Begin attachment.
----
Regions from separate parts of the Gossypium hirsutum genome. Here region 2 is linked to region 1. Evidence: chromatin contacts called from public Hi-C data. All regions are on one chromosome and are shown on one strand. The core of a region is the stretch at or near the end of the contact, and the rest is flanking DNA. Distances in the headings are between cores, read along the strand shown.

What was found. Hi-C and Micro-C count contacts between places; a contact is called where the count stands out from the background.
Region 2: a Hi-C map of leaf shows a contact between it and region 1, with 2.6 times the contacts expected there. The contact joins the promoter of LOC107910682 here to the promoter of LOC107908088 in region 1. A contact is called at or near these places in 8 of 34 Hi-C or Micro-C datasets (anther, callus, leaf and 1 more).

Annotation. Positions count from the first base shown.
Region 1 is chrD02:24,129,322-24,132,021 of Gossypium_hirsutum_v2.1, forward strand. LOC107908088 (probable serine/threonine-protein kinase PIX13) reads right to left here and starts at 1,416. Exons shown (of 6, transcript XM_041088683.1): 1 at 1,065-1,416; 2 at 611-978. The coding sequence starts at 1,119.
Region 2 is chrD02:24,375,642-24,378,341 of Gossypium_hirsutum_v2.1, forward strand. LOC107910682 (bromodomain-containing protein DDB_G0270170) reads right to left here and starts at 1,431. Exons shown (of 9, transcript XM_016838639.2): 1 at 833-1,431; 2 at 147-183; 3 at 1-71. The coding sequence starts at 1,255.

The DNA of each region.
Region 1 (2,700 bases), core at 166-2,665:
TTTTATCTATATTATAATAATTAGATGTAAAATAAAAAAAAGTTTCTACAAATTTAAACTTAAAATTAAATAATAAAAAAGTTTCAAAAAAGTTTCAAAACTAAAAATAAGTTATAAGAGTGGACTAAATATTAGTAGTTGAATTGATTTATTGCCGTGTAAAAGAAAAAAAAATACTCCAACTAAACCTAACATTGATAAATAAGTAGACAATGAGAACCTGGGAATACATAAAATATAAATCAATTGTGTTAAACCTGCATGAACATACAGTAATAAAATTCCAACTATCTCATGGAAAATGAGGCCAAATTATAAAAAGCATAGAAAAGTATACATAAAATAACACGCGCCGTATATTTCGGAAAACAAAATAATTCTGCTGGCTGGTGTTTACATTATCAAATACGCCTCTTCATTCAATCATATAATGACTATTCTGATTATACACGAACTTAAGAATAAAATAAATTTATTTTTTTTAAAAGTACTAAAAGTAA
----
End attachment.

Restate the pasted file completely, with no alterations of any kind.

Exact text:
Regions from separate parts of the Gossypium hirsutum genome. Here region 2 is linked to region 1. Evidence: chromatin contacts called from public Hi-C data. All regions are on one chromosome and are shown on one strand. The core of a region is the stretch at or near the end of the contact, and the rest is flanking DNA. Distances in the headings are between cores, read along the strand shown.

What was found. Hi-C and Micro-C count contacts between places; a contact is called where the count stands out from the background.
Region 2: a Hi-C map of leaf shows a contact between it and region 1, with 2.6 times the contacts expected there. The contact joins the promoter of LOC107910682 here to the promoter of LOC107908088 in region 1. A contact is called at or near these places in 8 of 34 Hi-C or Micro-C datasets (anther, callus, leaf and 1 more).

Annotation. Positions count from the first base shown.
Region 1 is chrD02:24,129,322-24,132,021 of Gossypium_hirsutum_v2.1, forward strand. LOC107908088 (probable serine/threonine-protein kinase PIX13) reads right to left here and starts at 1,416. Exons shown (of 6, transcript XM_041088683.1): 1 at 1,065-1,416; 2 at 611-978. The coding sequence starts at 1,119.
Region 2 is chrD02:24,375,642-24,378,341 of Gossypium_hirsutum_v2.1, forward strand. LOC107910682 (bromodomain-containing protein DDB_G0270170) reads right to left here and starts at 1,431. Exons shown (of 9, transcript XM_016838639.2): 1 at 833-1,431; 2 at 147-183; 3 at 1-71. The coding sequence starts at 1,255.

The DNA of each region.
Region 1 (2,700 bases), core at 166-2,665:
TTTTATCTATATTATAATAATTAGATGTAAAATAAAAAAAAGTTTCTACAAATTTAAACTTAAAATTAAATAATAAAAAAGTTTCAAAAAAGTTTCAAAACTAAAAATAAGTTATAAGAGTGGACTAAATATTAGTAGTTGAATTGATTTATTGCCGTGTAAAAGAAAAAAAAATACTCCAACTAAACCTAACATTGATAAATAAGTAGACAATGAGAACCTGGGAATACATAAAATATAAATCAATTGTGTTAAACCTGCATGAACATACAGTAATAAAATTCCAACTATCTCATGGAAAATGAGGCCAAATTATAAAAAGCATAGAAAAGTATACATAAAATAACACGCGCCGTATATTTCGGAAAACAAAATAATTCTGCTGGCTGGTGTTTACATTATCAAATACGCCTCTTCATTCAATCATATAATGACTATTCTGATTATACACGAACTTAAGAATAAAATAAATTTATTTTTTTTAAAAGTACTAAAAGTAA